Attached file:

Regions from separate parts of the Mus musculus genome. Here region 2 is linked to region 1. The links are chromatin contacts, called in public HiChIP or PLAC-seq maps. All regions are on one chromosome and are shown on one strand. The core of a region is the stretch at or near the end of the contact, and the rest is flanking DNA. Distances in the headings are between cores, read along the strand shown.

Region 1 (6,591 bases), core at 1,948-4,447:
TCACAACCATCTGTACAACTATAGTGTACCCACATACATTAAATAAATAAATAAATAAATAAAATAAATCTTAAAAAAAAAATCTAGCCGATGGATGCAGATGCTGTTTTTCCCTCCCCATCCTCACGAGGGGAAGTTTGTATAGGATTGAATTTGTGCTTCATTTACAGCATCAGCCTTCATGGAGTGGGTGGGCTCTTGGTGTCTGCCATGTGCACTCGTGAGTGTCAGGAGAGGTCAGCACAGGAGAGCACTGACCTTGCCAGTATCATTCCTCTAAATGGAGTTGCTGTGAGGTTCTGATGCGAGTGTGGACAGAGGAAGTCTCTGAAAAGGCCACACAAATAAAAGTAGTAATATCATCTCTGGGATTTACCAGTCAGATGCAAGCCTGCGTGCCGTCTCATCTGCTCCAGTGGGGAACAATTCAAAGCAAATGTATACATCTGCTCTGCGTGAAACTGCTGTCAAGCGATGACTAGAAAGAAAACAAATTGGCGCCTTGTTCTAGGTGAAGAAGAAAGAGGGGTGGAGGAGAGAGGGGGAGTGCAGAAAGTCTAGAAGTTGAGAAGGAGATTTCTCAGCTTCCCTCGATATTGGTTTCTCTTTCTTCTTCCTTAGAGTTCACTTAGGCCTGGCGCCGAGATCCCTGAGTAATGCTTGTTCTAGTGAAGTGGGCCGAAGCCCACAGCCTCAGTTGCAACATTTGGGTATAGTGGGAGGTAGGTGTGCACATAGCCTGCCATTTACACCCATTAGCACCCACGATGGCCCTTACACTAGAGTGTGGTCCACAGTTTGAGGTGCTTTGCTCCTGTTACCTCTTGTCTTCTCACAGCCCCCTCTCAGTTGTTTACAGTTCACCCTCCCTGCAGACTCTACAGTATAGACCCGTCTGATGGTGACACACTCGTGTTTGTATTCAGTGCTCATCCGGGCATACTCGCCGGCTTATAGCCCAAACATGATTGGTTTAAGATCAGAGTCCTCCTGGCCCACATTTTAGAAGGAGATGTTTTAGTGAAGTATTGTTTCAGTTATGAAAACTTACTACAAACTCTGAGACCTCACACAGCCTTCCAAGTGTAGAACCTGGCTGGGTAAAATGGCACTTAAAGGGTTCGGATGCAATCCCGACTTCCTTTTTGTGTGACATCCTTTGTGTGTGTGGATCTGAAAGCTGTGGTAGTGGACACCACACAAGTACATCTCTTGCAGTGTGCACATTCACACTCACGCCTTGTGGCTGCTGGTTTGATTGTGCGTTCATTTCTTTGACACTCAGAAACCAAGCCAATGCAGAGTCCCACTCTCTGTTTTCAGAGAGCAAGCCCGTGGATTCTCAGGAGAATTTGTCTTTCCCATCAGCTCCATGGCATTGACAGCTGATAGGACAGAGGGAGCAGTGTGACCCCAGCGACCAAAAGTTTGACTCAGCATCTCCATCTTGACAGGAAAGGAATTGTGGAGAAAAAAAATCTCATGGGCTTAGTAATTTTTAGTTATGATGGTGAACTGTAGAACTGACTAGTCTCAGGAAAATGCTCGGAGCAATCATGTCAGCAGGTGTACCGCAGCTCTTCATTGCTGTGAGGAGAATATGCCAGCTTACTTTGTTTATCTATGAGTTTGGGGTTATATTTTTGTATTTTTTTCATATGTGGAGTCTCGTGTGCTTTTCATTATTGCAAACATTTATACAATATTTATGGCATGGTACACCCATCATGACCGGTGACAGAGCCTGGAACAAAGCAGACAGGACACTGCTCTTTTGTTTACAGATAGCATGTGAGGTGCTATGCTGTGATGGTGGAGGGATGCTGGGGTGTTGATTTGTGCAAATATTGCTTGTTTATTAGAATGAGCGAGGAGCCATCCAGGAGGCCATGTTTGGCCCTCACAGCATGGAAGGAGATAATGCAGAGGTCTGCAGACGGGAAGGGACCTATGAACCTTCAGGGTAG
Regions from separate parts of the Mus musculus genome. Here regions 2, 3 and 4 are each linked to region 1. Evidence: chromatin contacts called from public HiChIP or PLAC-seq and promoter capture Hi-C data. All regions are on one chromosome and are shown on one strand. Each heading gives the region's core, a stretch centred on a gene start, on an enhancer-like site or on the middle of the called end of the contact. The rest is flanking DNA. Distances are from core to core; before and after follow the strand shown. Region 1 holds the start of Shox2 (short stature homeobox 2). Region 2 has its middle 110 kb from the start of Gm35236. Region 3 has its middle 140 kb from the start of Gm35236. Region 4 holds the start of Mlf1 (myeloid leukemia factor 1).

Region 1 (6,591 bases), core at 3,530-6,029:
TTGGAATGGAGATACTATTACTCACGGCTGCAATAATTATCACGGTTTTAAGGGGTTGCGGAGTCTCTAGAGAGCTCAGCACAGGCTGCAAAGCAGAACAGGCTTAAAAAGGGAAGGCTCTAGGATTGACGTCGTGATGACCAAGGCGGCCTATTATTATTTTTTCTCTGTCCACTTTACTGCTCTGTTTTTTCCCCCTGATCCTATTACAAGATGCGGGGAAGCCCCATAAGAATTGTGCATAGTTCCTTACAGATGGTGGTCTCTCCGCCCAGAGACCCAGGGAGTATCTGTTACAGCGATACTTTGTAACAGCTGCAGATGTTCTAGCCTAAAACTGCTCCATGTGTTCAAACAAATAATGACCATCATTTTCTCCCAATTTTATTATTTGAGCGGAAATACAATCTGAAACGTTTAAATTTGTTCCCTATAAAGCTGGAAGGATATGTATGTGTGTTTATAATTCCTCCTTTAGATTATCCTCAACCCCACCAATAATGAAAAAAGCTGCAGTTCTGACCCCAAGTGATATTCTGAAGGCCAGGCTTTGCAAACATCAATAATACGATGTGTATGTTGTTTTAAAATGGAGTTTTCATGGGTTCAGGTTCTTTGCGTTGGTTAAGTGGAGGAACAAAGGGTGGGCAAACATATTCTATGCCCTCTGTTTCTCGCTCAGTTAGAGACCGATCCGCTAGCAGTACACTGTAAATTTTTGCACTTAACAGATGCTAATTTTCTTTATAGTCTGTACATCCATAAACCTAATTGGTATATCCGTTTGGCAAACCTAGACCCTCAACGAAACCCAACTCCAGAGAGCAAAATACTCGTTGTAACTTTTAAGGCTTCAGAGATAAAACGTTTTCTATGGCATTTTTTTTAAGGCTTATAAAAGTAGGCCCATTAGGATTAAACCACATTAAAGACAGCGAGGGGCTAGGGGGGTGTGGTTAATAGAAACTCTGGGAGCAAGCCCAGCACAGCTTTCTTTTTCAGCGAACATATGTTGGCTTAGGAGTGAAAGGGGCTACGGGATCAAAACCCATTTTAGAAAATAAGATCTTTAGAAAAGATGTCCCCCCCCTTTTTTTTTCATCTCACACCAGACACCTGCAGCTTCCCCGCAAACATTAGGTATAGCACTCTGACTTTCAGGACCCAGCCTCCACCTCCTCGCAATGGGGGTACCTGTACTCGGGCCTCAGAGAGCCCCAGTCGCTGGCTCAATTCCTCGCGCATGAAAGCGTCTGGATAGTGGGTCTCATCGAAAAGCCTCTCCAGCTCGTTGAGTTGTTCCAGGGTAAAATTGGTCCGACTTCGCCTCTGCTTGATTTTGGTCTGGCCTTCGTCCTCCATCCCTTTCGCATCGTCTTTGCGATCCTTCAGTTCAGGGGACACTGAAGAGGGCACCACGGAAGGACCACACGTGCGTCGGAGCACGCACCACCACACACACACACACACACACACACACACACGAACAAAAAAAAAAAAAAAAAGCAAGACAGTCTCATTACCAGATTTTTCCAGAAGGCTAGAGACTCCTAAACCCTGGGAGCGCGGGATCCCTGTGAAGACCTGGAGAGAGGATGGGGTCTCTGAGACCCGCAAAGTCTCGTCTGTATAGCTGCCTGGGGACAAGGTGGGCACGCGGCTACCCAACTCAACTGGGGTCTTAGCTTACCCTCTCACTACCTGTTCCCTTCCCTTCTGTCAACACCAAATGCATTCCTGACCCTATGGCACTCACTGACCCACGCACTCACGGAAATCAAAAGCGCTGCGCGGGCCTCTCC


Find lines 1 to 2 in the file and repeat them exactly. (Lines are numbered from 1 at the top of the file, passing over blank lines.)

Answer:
Regions from separate parts of the Mus musculus genome. Here region 2 is linked to region 1. The links are chromatin contacts, called in public HiChIP or PLAC-seq maps. All regions are on one chromosome and are shown on one strand. The core of a region is the stretch at or near the end of the contact, and the rest is flanking DNA. Distances in the headings are between cores, read along the strand shown.

Region 1 (6,591 bases), core at 1,948-4,447: